Good advice. I think what is happening is that the local "apnea clinics" that sell these products throughout Canada have to bundle in their costs for their consultation into the price of the device otherwise it's not covered by insurance companies. My insurance company only covers $2000 for the initial cost of the device and supplies once every 5 years. Additional supplies are covered (like new tubes or mask) up to $300/year. But they don't cover the costs of any consultation or visits to the clinic/local provider.
I've called a few of the internet suppliers. One supplier also provided local services in Vancouver region (other side of the country from me) -- when I described the discrepancy in Internet price vs. local DME -- they said they weren't surprised because they charge the same for locals that buy the device in their store. That is -- they charge about $2500 in the store for the exact same device they sell on their website for $1100. And they justify it by saying it includes all of their local service and support. If their is a problem with a device, locals get to bring theirs in and get a loaner while theirs gets fixed -- they provide consultation and monitoring of the data, etc.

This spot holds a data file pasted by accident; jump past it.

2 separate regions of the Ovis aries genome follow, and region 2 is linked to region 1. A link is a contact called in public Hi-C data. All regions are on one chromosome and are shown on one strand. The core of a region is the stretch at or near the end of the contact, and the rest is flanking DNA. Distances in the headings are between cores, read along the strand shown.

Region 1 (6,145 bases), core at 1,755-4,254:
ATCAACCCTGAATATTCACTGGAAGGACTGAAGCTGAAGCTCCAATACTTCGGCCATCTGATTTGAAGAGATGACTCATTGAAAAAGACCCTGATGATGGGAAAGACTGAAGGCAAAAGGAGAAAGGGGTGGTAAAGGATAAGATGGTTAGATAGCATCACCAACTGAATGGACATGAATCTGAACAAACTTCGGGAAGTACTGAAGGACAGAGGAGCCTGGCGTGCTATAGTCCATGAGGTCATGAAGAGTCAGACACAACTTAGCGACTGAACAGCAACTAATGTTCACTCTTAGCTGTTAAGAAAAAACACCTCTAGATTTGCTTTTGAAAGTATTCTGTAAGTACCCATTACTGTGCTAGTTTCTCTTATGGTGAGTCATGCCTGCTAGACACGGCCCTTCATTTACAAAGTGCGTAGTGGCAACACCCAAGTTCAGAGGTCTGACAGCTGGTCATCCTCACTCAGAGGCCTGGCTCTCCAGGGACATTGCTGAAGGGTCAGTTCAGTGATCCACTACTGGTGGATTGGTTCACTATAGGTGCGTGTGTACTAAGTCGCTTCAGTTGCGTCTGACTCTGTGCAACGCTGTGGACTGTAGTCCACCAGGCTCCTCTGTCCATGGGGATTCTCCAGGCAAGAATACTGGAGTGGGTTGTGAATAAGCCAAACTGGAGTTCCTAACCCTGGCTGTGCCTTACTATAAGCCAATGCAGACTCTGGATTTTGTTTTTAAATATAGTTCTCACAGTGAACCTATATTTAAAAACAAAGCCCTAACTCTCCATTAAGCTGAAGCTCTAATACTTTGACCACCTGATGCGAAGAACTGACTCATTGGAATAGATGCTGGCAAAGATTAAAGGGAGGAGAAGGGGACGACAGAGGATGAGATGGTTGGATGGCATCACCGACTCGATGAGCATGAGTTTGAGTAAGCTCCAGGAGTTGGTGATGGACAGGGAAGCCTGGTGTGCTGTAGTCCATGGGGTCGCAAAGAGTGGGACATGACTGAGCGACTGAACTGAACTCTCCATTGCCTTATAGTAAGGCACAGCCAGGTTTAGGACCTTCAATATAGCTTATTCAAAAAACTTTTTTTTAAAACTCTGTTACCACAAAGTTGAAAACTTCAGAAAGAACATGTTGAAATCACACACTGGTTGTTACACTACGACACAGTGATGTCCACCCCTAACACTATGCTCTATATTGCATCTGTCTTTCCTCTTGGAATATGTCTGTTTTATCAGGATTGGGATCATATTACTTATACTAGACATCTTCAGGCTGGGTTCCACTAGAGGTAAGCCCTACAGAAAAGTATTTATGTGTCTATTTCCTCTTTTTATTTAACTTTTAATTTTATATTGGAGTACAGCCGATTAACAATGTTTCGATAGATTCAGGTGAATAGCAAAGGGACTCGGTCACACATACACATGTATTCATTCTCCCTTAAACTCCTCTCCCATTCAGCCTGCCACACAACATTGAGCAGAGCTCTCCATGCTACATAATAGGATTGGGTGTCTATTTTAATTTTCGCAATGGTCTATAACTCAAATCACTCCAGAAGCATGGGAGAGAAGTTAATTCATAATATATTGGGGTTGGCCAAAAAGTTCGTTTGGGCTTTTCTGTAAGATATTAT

So, I understand the business model, and why it is this way -- I guess I just don't like it. Nor do I think my local DME is going to provide the additional $1000 through this service.
So, unless they come down in price, I will probably buy online.
Again, thanks to everyone for the advice.
The argument the DME is using is consistent with what many DME’s have used for many years in the U.S. However, as DME’s go out of business in the U.S. because of overcharging their customers for basic services, internet suppliers have provided fair prices and services for CPAP users. If you choose a internet provider wisely, you will receive identical if not better service from them than what you would get in person.
I will disagree with that, from my experience in Canada. I walked into the clinic not knowing much about SA other than I was pretty sure I was afflicted and that I was desperate for help. They educated me, got me setup with appropriate equipment, and helped me be successful with the initial stages of the therapy. I don't see how an on-line equipment seller would have filled that role. Now that I know about this forum and a whole lot more about SA, I don't really need the services they provide. But they do provide a good and useful service and it was worth the $1000 to me. And this $1000 over five years, so $200 a year to have a competent RT tech to ask questions of and have verify things. The DME situation in the US sounds like it is a lot less helpful and useful. It does not have to be that way.